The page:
There are numerous computer programs you can search for on the internet to help you with your recordkeeping. ATTRA (attra.ncat.org) has recordkeeping forms on their website and many organic certification agencies also provide templates to help you with maintaining your activities and inputs from year to year.
I know I am supposed to plant organic seeds if I sell my crop production as organic. How do I accomplish this?
The National Organic Program (NOP) mandates the use of organic seed for crops that will be sold as organic unless you can show that you could not find the quality, quantity or equivalent variety of seed you wanted to plant. Under no circumstance can seeds treated with GMO nitrogen-fixing bacteria or non-approved synthetic fungicides or insecticides be used when you sell your crop in the marketplace as organic. This rule also applies to producers who sell less than $5,000 in organically labeled products, making them exempt from organic certification (but not from following organic standards). If prohibited materials are used on the seed, or a GMO seed is planted, the land cannot be used for organic production for three years.
More and more seed companies are developing organic seed varieties that function well in organic systems to meet the demand of the organic marketplace. By supporting organic seed suppliers, you encourage further research and development of organic seeds that compete well with weeds, grow vigorously with slow-release fertility inputs and are resistant to disease and pests. Also, certified organic seed would never have prohibited seed treatments.
An excellent resource for finding organic seed of all types is the website www.organicseedfinder.com. Field crops, vegetables, fruits, herbs and flower sources are all listed. This website is also helpful for finding seed suppliers that would be the most likely to carry organic seed varieties.
A broader list of organic seed suppliers is in the Upper Midwest Organic Resource Directory. The “Seed Suppliers” section lists not only suppliers of seed, but also farms that supply seed potatoes or grow crops for seed. The directory also is available in print. You may request a copy by calling the MOSES office at 715-778-5775.
If the specific variety of seed you want is not available, you are required to purchase organic seed of an equivalent variety. If you are unsure if the organic variety is similar or equivalent, consider purchasing some organic seed and trialing out new organic varieties to see if they do as well as the non-organic seed that you are used to growing. Remember, the NOP does not consider price to be a valid reason not to purchase organic seed.
If you plant untreated non-organic seed, you will need to document why your search for organic seed was unsuccessful—quantity, quality, and variety are all valid reasons for buying non-organic seed. For example, the organic seed only came in one-ounce packets and you wanted to purchase 20 pounds (quantity). Or, the organic seed germination rate was only 20%, and the non-organic seed had a germination rate of 95% (quality). Or, you wanted to grow an orange oxheart tomato, and could not find it from at least three sources that typically sell organic seed (variety). Searching at your local garden center which does not typically sell organic seed is not considered a viable organic seed search by most certification agencies. You should be trying to find organic seed from the many suppliers that offer it. Even a search on the Internet for organic seed varieties can be fruitful.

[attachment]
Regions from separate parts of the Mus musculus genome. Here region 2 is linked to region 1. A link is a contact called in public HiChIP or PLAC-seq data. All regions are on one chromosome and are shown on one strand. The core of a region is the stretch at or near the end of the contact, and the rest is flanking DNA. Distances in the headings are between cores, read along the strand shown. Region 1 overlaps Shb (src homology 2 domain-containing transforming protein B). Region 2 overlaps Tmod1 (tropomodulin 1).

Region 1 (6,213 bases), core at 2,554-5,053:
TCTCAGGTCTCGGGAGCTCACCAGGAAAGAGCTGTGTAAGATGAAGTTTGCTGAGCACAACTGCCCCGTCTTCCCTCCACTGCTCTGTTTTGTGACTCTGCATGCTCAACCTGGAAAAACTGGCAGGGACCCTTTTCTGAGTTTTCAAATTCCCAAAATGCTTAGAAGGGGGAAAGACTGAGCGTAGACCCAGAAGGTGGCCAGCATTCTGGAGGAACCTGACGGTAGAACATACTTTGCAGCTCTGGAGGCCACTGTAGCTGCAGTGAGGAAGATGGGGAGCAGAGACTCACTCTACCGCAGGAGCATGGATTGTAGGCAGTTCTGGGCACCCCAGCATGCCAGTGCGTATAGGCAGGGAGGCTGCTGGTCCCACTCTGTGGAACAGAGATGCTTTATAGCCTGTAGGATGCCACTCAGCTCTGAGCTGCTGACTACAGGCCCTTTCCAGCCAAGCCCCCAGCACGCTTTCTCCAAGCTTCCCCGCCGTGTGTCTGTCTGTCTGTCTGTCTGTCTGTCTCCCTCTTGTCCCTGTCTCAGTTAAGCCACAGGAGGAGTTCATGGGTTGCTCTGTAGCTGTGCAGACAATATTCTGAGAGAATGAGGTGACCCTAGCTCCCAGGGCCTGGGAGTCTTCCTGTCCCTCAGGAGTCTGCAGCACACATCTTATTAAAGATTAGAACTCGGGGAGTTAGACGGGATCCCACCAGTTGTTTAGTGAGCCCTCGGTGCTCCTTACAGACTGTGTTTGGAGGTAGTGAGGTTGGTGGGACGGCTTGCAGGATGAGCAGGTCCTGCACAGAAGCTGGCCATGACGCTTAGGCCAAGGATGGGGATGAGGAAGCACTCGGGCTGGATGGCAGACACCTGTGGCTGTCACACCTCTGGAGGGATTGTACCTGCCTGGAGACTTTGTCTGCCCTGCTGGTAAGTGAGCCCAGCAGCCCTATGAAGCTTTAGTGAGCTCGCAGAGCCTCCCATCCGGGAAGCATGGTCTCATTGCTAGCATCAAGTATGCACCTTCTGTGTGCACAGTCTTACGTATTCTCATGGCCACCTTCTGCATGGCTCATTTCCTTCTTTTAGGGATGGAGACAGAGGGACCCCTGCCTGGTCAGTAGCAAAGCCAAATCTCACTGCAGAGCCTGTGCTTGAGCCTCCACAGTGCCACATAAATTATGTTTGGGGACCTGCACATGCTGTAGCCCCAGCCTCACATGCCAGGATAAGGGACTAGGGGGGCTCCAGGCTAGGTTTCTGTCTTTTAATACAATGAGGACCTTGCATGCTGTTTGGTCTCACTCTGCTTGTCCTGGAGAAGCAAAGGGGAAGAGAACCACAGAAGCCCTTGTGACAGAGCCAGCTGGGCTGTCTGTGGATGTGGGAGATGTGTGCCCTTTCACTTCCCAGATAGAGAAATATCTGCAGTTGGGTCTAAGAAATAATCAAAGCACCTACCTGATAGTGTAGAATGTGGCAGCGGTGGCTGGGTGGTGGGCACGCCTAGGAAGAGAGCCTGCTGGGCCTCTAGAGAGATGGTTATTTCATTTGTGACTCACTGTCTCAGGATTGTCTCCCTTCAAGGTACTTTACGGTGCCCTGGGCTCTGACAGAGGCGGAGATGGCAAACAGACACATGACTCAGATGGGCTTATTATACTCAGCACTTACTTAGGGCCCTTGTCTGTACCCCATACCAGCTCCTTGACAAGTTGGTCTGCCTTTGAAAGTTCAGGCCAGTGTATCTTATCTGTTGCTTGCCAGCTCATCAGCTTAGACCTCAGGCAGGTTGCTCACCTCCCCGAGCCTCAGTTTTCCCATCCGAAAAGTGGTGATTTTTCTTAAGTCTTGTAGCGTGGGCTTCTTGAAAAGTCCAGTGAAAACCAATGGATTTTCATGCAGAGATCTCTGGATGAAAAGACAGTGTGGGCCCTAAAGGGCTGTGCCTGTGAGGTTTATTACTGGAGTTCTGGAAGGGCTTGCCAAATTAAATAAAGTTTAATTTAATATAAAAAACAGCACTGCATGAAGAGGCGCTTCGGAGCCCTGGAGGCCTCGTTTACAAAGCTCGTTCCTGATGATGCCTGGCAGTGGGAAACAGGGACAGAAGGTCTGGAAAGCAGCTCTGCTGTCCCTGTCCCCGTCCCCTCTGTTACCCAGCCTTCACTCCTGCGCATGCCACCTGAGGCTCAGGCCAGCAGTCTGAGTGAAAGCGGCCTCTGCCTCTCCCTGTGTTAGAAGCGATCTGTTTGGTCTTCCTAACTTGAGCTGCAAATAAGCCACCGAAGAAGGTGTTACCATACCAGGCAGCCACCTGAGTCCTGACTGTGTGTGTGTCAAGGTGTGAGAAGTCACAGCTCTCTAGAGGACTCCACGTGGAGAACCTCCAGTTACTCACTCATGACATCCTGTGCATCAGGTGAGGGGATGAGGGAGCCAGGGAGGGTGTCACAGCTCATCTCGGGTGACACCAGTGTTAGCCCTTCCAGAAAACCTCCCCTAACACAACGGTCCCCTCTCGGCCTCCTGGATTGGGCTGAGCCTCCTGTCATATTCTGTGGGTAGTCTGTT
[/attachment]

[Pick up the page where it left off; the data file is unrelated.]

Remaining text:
Organic seed can be in short supply. It is a good idea to start your organic seed searches in winter and not wait until late spring when they often are sold out.
I read a news story recently that said organic produce isn't pesticide-free. Please explain this so I have information to share with my customers.
“The U.S. Environmental Protection Agency (EPA) establishes the maximum allowed levels of pesticides, or EPA tolerances, which may be present on foods. Although most EPA-registered pesticides are prohibited in organic production, there can be inadvertent or indirect contact from neighboring conventional farms or shared handling facilities. As long as the operator hasn’t directly applied prohibited pesticides and has documented efforts to minimize exposure to them, the USDA organic regulations allow residues of prohibited pesticides up to 5 percent of the EPA tolerance.
In 2010, the National Organic Program worked with the USDA Agricultural Marketing Service’s Science and Technology Program to evaluate pesticide residues on USDA organic produce. The study involved 571 domestic and foreign fruit and vegetable samples bearing the USDA organic seal, which were obtained from retail establishments across the United States. Using sensitive equipment, an accredited Government laboratory tested each sample for approximately 200 pesticides typically used in conventional crop production.
Of these 571 samples, 96 percent were compliant with USDA organic regulations. This means that the produce either had no detected residues (57 percent) or had residues less than 5 percent of the EPA tolerance (39 percent). Four percent of the tested samples contained residues above 5 percent of the EPA tolerance and were in violation of the USDA organic regulations. The findings suggest that some of the samples in violation were mislabeled conventional products, while others were organic products that hadn’t been adequately protected from prohibited pesticides. The National Organic Program is working with certifying agents to provide additional scrutiny in these areas.”